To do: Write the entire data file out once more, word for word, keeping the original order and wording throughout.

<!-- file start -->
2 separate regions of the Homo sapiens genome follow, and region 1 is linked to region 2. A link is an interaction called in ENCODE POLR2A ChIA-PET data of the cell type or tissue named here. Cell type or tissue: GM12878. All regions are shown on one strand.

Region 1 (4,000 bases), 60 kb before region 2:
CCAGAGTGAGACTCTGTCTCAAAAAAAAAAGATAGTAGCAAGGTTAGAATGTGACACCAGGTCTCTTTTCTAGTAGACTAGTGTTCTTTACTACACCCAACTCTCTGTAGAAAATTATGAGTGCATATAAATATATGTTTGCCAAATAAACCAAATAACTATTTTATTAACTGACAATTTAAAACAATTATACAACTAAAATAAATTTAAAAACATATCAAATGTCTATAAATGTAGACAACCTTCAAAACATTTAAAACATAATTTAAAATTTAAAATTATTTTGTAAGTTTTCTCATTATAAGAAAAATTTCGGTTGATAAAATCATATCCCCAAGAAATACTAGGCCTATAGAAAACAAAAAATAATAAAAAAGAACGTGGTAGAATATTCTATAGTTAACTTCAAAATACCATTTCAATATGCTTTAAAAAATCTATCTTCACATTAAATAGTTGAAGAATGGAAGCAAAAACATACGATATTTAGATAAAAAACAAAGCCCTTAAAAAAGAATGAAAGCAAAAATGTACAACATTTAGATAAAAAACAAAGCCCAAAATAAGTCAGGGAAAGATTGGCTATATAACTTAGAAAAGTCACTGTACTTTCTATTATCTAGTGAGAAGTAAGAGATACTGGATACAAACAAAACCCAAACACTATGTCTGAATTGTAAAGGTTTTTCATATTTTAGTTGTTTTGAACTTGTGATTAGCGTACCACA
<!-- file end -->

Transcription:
2 separate regions of the Homo sapiens genome follow, and region 1 is linked to region 2. A link is an interaction called in ENCODE POLR2A ChIA-PET data of the cell type or tissue named here. Cell type or tissue: GM12878. All regions are shown on one strand.

Region 1 (4,000 bases), 60 kb before region 2:
CCAGAGTGAGACTCTGTCTCAAAAAAAAAAGATAGTAGCAAGGTTAGAATGTGACACCAGGTCTCTTTTCTAGTAGACTAGTGTTCTTTACTACACCCAACTCTCTGTAGAAAATTATGAGTGCATATAAATATATGTTTGCCAAATAAACCAAATAACTATTTTATTAACTGACAATTTAAAACAATTATACAACTAAAATAAATTTAAAAACATATCAAATGTCTATAAATGTAGACAACCTTCAAAACATTTAAAACATAATTTAAAATTTAAAATTATTTTGTAAGTTTTCTCATTATAAGAAAAATTTCGGTTGATAAAATCATATCCCCAAGAAATACTAGGCCTATAGAAAACAAAAAATAATAAAAAAGAACGTGGTAGAATATTCTATAGTTAACTTCAAAATACCATTTCAATATGCTTTAAAAAATCTATCTTCACATTAAATAGTTGAAGAATGGAAGCAAAAACATACGATATTTAGATAAAAAACAAAGCCCTTAAAAAAGAATGAAAGCAAAAATGTACAACATTTAGATAAAAAACAAAGCCCAAAATAAGTCAGGGAAAGATTGGCTATATAACTTAGAAAAGTCACTGTACTTTCTATTATCTAGTGAGAAGTAAGAGATACTGGATACAAACAAAACCCAAACACTATGTCTGAATTGTAAAGGTTTTTCATATTTTAGTTGTTTTGAACTTGTGATTAGCGTACCACA